Master the little things that matter in English or you’ll embarrass yourself

Friday April 21 2017

 English lesson

Pupils of St Kevin Hills Academy answer a question during an English lesson on September 21, 2015. English is today the most effective language in which to publish a book. PHOTO | KEVIN ODIT | NATION MEDIA GROUP 

More by this Author

Because of its global reach, especially in terms of both vocabulary and idiom, English is today the most effective language in which to publish a book and a newspaper in most parts of the world.

That is why, in Kenya, the authorities concerned must do something to stem the flagging fortunes of that language, as is made manifest by the mouths and nibs of all our leaders, through the pages and airwaves of all our news media.

The way I see it, it is a shortcoming that must be blamed squarely on the manner in which we teach that language at all levels of our classroom system — from the nursery school to those pursuing the doctorate degree.


Take the following as a newspaper headline: “How fight for lucrative Chinese deals mask faceless firms in leaders’ books”.

I culled that example of Kenya’s deepening poverty of English from page 4 of The Financial Standard (a pullout of the April 18 number of The Standard daily).

Bravo to him or her who can understand it.

In the simple present tense, surely, the third person singular noun fight must take the verb form “masks” (with an “s”).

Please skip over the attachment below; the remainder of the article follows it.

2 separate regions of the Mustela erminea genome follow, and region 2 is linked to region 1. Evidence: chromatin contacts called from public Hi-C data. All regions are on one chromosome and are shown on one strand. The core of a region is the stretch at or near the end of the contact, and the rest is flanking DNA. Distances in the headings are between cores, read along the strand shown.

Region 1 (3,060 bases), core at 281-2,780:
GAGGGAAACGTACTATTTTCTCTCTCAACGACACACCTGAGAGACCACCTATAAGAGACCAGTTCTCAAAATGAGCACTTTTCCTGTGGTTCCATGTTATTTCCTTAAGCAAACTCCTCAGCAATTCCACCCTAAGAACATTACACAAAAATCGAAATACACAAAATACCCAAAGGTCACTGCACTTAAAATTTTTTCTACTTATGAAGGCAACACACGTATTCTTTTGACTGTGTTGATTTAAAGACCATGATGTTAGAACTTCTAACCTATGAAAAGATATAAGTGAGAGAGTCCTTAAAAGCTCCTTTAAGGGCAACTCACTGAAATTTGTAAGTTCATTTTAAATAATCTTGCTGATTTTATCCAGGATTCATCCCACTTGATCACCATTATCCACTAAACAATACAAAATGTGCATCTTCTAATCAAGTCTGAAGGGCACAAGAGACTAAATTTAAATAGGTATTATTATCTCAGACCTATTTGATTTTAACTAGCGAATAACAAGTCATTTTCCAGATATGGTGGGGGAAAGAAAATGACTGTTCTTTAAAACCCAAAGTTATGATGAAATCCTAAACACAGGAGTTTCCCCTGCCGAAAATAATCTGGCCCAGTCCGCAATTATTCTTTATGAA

But in that example, even the simplest logic has gone haywire.

To be quite sure, the readers will have been interested in how that process works.

But please try to advertise it in acceptable grammar.


That is why I italicise the verb mask in that expression — namely, so as to remind everybody whose daily work vitally depends on English that, in elementary grammar, the verb should be masks (with an “s” at the end), not simply mask.

Let me generalise this fact about English. Every verb whatsoever must take an “s” at the end whenever the action that it stands for is attributed to a singular third person (“he”, “she” or “it”), namely, in conformity with the behaviour of every English verb whenever, in the simple present tense, it is controlled by a grammatical third person singular noun or pronoun.

In all print media companies, a person is promoted from the corps of reporters to the desk of news processors (called sub-editors) usually — among other things — because the person has shown some aptitude and skill in handling the language through which the newspaper company has chosen to sell its merchandise (namely, its advertisements, commentaries, features, news and picture captions).

In our example today, the sub-editor has miserably failed to remind the reporter that, in such a simple present-tense expression, fights (with an “s”) is the form that the verb must take whenever, in the structure of the given sentence, it is controlled by a singular third person noun or pronoun.

That is why, in the above case, the verb must be masks (with an “s”), not simply mask.

I want to stress for the umpteenth time that, in the simple present tense, this is the rule that governs every English verb controlled by a singular third person noun — or pronoun (he, she and it) .

[email protected]